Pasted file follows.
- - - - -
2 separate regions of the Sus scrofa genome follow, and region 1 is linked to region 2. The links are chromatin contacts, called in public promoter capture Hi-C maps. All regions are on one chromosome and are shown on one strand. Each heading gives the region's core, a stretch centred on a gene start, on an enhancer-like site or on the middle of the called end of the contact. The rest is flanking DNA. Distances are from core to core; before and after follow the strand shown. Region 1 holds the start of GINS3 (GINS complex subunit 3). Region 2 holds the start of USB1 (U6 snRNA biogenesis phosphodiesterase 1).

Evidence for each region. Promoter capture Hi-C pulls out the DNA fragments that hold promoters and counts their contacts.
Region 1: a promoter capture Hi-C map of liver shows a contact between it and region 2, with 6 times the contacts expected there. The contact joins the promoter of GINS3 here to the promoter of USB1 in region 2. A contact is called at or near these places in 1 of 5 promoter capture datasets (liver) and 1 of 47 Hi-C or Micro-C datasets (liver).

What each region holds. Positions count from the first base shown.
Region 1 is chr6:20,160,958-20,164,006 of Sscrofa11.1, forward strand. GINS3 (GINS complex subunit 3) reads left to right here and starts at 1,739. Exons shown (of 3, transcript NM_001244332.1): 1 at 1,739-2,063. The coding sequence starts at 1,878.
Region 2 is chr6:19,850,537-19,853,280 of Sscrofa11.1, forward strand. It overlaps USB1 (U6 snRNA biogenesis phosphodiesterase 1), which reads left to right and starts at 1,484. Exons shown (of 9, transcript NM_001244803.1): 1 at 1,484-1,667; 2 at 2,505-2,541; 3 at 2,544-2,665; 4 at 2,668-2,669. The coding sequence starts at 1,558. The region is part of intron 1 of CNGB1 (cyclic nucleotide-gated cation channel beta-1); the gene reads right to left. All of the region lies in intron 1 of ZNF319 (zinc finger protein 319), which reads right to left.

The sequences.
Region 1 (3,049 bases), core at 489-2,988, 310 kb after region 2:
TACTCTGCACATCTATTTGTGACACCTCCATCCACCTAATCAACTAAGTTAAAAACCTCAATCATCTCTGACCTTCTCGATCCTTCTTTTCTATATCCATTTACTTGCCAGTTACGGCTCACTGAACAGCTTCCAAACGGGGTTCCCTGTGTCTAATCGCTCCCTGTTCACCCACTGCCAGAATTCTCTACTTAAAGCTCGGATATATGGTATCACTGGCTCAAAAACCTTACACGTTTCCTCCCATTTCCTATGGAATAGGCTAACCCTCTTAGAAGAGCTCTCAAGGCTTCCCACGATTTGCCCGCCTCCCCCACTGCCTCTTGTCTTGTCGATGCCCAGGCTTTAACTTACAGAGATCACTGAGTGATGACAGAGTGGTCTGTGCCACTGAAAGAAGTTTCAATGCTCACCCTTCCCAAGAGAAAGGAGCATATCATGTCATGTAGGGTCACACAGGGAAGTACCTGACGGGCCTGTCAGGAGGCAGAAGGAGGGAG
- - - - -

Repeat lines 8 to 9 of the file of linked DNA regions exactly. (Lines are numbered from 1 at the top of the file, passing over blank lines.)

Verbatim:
Region 1 (3,049 bases), core at 489-2,988, 310 kb after region 2:
TACTCTGCACATCTATTTGTGACACCTCCATCCACCTAATCAACTAAGTTAAAAACCTCAATCATCTCTGACCTTCTCGATCCTTCTTTTCTATATCCATTTACTTGCCAGTTACGGCTCACTGAACAGCTTCCAAACGGGGTTCCCTGTGTCTAATCGCTCCCTGTTCACCCACTGCCAGAATTCTCTACTTAAAGCTCGGATATATGGTATCACTGGCTCAAAAACCTTACACGTTTCCTCCCATTTCCTATGGAATAGGCTAACCCTCTTAGAAGAGCTCTCAAGGCTTCCCACGATTTGCCCGCCTCCCCCACTGCCTCTTGTCTTGTCGATGCCCAGGCTTTAACTTACAGAGATCACTGAGTGATGACAGAGTGGTCTGTGCCACTGAAAGAAGTTTCAATGCTCACCCTTCCCAAGAGAAAGGAGCATATCATGTCATGTAGGGTCACACAGGGAAGTACCTGACGGGCCTGTCAGGAGGCAGAAGGAGGGAG